The Motivation to Change

“Make the right thing easy.”

A simple statement made to thousands of people over fifty years. A lifelong student of horse behaviour, Ray Hunt was looking for a way to help people better understand how to motivate a horse. He simply wanted the horse to end up with a better deal.

Ray Hunt believed that a horse had no concept of winning or losing so a bigger reward for a better performance held no meaning. He spent his life trying to convince people they could overcome their own functional fixedness, of making a horse do something, by understanding the power of their horse’s desire to perform, producing a more rewarding experience for both. Hunt’s goal, was to help people see the motivation for the horse must be intrinsic.

A student of motivating people, Daniel Pink, puts some compelling thoughts forward on intrinsic and extrinsic reward in his book Drive. Pink explores how the carrot and stick method, built into our behaviour from time out at age two, to grades in school, to how much we earn at work–no longer applies. He argues that extrinsic reward is an outdated notion from a time when mechanical tasks were more important than cognitive abilities. A functional fixedness the business environment suffers from, unable to see the problem of workplace motivation from a different perspective. A belief that behavioural scientists and horsemen like Hunt have known for years.

We use the carrot and stick metaphor in working with horses, it is also a tool we offer participants. The tool is stick with a string on the end. To some it immediately represents a whip. Depending on how it is wielded, it quickly becomes that to the horse and rarely produces better results. To others, it becomes an extension of their arm and they soon see how effective a support tool can be to communicate. A few choose to abandon the defined parameters and the narrow focus the tool sets up for them to see what they can achieve without it. When that happens these individuals have to reframe how they might define and communicate their expectations where the relationship with the horse becomes more important than their own success. This simple act puts into place a behaviour of intrinsic value versus extrinsic reward.

Paying attention to what motivates the horse allows participants the opportunity to see where their own perspectives or functional fixedness may be getting in their way of recognizing those who work with them. As the notion of reward is changing, how we build teams and produce results also must change – managing others no longer carries the same meaning it had in a production line environment, leading others to be successful does.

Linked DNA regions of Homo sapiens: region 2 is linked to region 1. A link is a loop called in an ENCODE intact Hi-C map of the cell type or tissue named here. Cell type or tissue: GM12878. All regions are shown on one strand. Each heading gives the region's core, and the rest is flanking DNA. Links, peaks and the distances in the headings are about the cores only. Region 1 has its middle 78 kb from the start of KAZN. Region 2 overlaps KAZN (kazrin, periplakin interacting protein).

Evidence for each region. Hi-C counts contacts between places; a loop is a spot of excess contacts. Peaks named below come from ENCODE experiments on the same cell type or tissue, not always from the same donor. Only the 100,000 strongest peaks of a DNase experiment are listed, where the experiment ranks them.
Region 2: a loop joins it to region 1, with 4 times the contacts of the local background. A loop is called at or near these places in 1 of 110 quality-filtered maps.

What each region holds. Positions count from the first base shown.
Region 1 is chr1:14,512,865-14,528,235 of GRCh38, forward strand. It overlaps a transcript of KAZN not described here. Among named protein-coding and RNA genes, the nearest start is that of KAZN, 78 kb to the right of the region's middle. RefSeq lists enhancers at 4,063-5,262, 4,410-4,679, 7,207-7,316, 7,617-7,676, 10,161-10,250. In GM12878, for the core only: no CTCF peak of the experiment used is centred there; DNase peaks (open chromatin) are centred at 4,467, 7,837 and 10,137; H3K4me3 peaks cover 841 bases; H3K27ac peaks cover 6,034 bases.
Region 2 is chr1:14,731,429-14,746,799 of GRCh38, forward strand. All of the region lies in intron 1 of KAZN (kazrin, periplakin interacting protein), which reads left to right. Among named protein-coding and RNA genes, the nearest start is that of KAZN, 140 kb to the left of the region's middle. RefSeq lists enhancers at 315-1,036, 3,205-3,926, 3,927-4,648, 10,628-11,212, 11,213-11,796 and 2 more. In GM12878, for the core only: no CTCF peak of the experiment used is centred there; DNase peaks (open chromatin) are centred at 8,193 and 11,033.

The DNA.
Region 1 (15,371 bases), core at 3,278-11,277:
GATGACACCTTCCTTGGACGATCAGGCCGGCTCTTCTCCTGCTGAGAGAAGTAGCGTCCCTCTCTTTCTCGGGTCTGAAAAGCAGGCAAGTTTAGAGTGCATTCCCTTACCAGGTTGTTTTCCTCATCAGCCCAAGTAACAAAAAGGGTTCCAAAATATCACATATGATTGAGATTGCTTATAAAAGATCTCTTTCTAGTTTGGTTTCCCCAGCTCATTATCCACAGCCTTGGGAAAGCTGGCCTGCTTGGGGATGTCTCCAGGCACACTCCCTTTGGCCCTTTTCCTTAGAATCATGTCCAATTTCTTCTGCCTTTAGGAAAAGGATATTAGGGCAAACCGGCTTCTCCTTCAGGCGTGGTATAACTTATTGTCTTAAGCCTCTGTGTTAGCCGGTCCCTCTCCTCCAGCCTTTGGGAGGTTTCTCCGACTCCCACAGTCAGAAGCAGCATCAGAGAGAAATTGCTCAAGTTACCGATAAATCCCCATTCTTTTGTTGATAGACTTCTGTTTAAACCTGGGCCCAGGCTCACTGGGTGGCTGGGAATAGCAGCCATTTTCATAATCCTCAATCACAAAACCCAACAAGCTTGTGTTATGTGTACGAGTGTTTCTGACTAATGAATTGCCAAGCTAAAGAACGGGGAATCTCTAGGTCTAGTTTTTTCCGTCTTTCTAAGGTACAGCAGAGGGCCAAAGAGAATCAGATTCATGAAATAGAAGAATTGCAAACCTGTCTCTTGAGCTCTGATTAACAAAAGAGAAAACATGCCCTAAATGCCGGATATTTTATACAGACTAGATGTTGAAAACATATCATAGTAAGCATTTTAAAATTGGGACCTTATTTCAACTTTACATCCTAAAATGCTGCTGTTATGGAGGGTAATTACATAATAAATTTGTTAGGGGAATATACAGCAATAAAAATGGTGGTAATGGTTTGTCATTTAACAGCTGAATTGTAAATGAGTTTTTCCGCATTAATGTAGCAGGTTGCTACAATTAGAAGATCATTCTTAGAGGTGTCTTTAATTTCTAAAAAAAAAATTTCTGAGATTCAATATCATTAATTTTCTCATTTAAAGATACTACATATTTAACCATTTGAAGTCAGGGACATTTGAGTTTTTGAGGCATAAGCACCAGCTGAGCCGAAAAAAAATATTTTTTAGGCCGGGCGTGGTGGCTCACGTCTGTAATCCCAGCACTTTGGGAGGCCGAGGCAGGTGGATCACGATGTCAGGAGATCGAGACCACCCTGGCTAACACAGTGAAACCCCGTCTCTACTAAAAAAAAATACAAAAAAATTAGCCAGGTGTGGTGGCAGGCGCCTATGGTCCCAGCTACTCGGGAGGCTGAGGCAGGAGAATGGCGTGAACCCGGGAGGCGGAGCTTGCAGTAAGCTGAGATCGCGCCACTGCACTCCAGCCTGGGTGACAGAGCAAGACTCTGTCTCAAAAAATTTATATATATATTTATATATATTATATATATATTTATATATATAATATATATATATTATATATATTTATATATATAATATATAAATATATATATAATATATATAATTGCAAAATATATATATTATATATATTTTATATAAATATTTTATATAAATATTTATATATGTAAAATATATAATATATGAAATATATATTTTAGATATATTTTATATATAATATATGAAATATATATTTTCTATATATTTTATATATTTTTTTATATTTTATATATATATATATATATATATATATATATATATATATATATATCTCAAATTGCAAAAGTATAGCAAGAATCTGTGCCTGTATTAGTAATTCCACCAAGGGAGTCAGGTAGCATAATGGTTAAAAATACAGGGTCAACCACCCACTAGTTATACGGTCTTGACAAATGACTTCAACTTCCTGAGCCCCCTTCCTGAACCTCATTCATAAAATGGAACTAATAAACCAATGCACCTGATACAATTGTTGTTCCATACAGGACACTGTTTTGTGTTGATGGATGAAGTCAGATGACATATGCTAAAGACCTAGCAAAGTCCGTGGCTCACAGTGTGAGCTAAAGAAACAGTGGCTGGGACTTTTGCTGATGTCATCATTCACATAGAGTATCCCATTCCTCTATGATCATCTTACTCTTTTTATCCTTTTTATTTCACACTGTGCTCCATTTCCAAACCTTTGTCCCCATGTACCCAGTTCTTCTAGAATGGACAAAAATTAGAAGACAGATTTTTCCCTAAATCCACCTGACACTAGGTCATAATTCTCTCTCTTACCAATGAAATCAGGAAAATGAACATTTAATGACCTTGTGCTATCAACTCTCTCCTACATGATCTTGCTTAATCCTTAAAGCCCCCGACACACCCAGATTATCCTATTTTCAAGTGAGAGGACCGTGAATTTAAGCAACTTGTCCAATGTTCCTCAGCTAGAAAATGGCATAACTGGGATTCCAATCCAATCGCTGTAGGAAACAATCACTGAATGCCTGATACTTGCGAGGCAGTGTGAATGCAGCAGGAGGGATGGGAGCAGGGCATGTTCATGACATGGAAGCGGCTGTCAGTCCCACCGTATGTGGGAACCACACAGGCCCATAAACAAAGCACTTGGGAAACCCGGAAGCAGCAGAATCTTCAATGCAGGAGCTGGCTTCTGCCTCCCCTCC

In summary, what Pink takes an entire book to express is exactly what Ray Hunt put in a single sentence. “Make the right thing easy.”

In Admiration

What leaders do you admire? Just as a horse will mirror our habits, we reflect what we experience. Our own leadership philosophy can be shaped by many individuals and finding someone you truly admire helps the whole journey appear to be that much easier.

A fine horseman I had the great pleasure to ride with a couple of years ago, died last week. A legend in horsemanship circles Ray Hunt was a man who lead by example offering his 80 years of wisdom to anyone interested in learning.

Dubbed The Master of Communication, it was a title stuck. Ray may not have been known for his people skills but his horse skills are unquestionable. Ray always said he was in it for the horse. He showed people how to behave, so their horses had a chance.

Ray had been repeating that perspective for over forty years. It wasn’t just that he talked about what people should do but he showed people how easy it could be to have an outstanding partner in your horse. Ray may well have influenced more generations of horsemen and women than any other single horseman.

Ray likely just considered himself a horseman but John Maxwell suggests “to be a successful leader you must surround yourself with people who can respond to five key questions”.

• Do they display exemplary character in everything they do?
• Do they bring complementary gifts to the table?
• Do they hold a strategic position and have influence within the organization?
• Do they add value to the organization and to the leader?
• Do they positively affect other members of the inner circle?

These kind of people flocked to Ray, spawning decades of horse people willing to let the horse’s perspective be held in high regard. Ray has clearly demonstrated he created an inner circle that many top executives would envy.

Displaying integrity in all he did, Ray offered the most humble of gifts to every horse human combination he encountered, respect. Ray was able to see the inherit talent in a horse when the owner couldn’t, and an argument was never personal. It wasn’t about you, it was about the horse.

Ray has been a part of my leadership and horsemanship journey. He helped me understand like the reins we hold in our hands connecting to the two most sensitive parts of the horse human team. The responsibility we are given in leading others represents the most fragile part of the organization.